Buzz…buzz…buzz…the shrill noise of your alarm clock wakes you with a jolt. You haphazardly reach over to press the snooze button but then you remember that today is D-Day.
The day when you’ll be presenting your monetization strategy to the board of the major telecoms company you work for. They’ve been obsessed with monetization ever since they found out that Verizon was looking into acquiring Yahoo as another way to boost revenues from digital advertising streams.
You jump out of bed with a spring in your step knowing that you’ve done everything you can to nail it.
You arrive at the office with caffeine pumping through your veins, ready to give the presentation of your life. You walk into the boardroom, where six expectant faces sat around the table focus their gazes intently on you.
“Well…please do take the floor” says the Chair, handing you the presentation screen clicker.
And you begin…
You open by explaining that mobile advertising is a big and growing market. It’s still the main business model for a lot of publishers and services, with the US market alone valued at around $73 billion dollars.
And continue by confirming that the company has been looking for a role within this chain, but like many competitors, you haven’t been sure how to strike the right balance between better monetization of consumer data and consumer privacy.
You then highlight that a raft of new customer data privacy legislation is underway to disrupt the market by making it harder for organizations to analyze traffic and content performance in the detail required to make it a success. Apple recently banned third party cookies and the new EU cookie law is imminent. While GDPR demands companies get explicit consent to market to people.
Then you have to take into account how media and digital players are starting to join forces to overcome these issues. Their ambition to battle the Goliaths of Facebook and Google lies in pooling user data and boosting the reach and effectiveness of their online advertising. In France, 15 big media, news, broadcast and retail companies have created the Gravity Alliance to these ends.
The Chair cuts in…
“All I’m hearing is problems here, when I pay you to come up with solutions!”
The CFO and CMO shoot each other knowing glances.
Coolly and calmly you click through to the next slide, and say, “But this is where our unique opportunity as mobile operators lies.”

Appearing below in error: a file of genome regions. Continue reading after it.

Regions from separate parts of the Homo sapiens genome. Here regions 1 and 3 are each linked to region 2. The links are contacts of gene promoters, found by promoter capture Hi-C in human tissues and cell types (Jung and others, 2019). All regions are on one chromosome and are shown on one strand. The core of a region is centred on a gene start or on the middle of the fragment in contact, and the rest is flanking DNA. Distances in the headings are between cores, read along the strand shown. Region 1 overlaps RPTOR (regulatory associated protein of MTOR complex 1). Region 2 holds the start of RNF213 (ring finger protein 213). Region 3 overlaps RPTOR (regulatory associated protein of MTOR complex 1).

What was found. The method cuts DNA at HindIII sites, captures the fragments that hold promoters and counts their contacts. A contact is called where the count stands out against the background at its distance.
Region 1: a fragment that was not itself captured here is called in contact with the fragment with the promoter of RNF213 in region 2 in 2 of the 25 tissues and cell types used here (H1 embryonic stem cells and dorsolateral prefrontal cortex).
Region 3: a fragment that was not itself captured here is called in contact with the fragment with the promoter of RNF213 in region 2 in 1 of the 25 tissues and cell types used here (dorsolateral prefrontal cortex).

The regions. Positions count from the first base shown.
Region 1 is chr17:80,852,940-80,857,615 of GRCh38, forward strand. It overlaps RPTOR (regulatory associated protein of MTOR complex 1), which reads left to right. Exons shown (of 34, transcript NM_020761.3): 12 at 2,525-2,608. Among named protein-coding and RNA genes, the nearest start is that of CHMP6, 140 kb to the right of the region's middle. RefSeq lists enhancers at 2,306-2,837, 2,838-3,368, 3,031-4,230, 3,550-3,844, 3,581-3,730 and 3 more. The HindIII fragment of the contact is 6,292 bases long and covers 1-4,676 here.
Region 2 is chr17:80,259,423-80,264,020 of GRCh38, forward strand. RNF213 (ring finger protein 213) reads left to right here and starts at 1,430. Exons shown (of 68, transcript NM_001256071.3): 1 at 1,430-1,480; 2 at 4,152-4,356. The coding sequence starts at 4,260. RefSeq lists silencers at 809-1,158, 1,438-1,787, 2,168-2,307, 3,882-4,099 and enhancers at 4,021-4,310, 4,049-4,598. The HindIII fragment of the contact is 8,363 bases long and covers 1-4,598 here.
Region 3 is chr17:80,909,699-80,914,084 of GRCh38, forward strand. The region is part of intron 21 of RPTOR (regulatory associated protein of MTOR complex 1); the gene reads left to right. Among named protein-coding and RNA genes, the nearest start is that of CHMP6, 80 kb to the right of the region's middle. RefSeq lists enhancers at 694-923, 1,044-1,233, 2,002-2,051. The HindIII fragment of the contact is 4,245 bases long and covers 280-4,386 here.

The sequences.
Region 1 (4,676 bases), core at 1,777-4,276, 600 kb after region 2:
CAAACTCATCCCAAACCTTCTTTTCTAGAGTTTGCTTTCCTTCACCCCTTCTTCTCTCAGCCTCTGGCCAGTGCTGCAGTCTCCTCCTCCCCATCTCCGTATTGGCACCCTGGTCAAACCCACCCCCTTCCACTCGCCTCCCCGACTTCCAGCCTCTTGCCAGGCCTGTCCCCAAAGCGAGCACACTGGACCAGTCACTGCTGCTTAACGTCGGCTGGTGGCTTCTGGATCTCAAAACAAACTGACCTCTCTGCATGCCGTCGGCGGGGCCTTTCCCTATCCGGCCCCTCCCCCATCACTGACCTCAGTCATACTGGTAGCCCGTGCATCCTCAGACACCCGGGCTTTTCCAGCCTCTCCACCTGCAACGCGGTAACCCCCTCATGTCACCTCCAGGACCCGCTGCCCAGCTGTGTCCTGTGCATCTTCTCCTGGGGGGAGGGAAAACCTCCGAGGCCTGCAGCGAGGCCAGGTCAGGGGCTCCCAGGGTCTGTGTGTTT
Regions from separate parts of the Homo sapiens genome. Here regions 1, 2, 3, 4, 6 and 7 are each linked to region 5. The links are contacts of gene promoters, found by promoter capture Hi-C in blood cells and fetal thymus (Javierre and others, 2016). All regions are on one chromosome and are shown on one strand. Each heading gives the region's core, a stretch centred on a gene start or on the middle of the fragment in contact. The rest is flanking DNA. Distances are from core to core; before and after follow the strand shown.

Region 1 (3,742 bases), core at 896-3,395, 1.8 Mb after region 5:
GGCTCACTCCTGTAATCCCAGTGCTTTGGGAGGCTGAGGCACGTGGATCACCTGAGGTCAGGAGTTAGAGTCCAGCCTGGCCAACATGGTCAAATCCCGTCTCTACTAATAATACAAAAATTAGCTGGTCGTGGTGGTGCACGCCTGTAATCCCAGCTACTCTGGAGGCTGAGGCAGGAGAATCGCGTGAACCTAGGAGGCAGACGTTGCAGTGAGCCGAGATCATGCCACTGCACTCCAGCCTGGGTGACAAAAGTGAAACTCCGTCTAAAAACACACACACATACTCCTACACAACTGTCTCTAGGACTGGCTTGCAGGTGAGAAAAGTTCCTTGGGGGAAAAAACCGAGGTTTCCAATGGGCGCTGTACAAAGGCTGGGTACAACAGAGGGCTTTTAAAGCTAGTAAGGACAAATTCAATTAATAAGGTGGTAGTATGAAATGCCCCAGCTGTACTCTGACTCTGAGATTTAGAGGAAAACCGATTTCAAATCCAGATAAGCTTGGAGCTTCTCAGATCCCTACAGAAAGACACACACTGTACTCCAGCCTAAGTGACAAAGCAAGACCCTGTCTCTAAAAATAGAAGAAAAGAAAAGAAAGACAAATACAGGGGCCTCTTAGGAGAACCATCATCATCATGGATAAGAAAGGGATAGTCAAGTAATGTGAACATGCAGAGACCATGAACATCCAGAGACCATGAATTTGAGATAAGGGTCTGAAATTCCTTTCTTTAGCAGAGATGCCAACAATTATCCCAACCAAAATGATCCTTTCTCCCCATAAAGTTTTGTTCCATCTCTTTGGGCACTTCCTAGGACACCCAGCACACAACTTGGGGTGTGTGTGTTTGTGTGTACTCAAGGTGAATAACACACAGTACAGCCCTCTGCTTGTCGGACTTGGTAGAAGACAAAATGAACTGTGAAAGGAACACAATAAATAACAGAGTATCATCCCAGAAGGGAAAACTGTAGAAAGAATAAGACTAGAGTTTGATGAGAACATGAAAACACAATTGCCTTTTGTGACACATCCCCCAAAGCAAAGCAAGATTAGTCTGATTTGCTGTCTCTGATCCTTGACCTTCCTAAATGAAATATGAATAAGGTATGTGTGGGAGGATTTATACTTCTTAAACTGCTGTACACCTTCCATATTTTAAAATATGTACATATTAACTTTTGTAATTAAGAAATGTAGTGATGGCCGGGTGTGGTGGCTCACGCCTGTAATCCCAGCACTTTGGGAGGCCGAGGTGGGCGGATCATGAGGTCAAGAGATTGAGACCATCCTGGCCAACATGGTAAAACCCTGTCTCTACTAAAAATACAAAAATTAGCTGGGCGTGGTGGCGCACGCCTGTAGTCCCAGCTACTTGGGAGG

You explain that because your organization has already built a long-standing trusting relationship with its customers, you already own a lot of “first party” data about them – details such as basic demographics, location, mobile data usage & internet scrolling.
But now, you can go further and offer them a clear exchange of value in return for their data. A discount on their phone bill or other rewards for example. And because customers understand what they are opting-in for, your core data set will remain unscathed by these new laws.
You describe how this information is entirely unique, which makes it all the more valuable. And that research shows that ‘first party” data reliably produces the best insights and ROI.
You can see the CFO’s eyes light up as she starts to put the puzzle pieces together in her head.
You describe how simple it would be to package up this data and sell it to those negatively affected by the new legislations…anyone looking to advertise online.
The room starts to nod along with you…
You emphasize that the potential is huge as everyone is investing in online advertising, and so everyone is a potential customer for our data service. With companies like Procter & Gamble, General Motors, Ford, Amazon amongst the top 10 spenders.
You look pointedly as the head of product, sales and CMO and say that the next step is to decide how we want to package up and sell this data, what we want to charge for it and how we go about marketing it.
You pause as your presentation comes to a close. The room is silent.
Clap…clap…the Chair starts a slow applause and before you know, the entire room is joined in unison.
“I love it” she screams.
You pinch yourself wondering if you’re having another one of those dreams.
But it hurts, and you realize that this is definitely mobile operator marketing reality. The future for your company looks good with a clear opportunity to open up a new revenue stream that respects consumers, ensures trust and complies with the new GDPR regulation.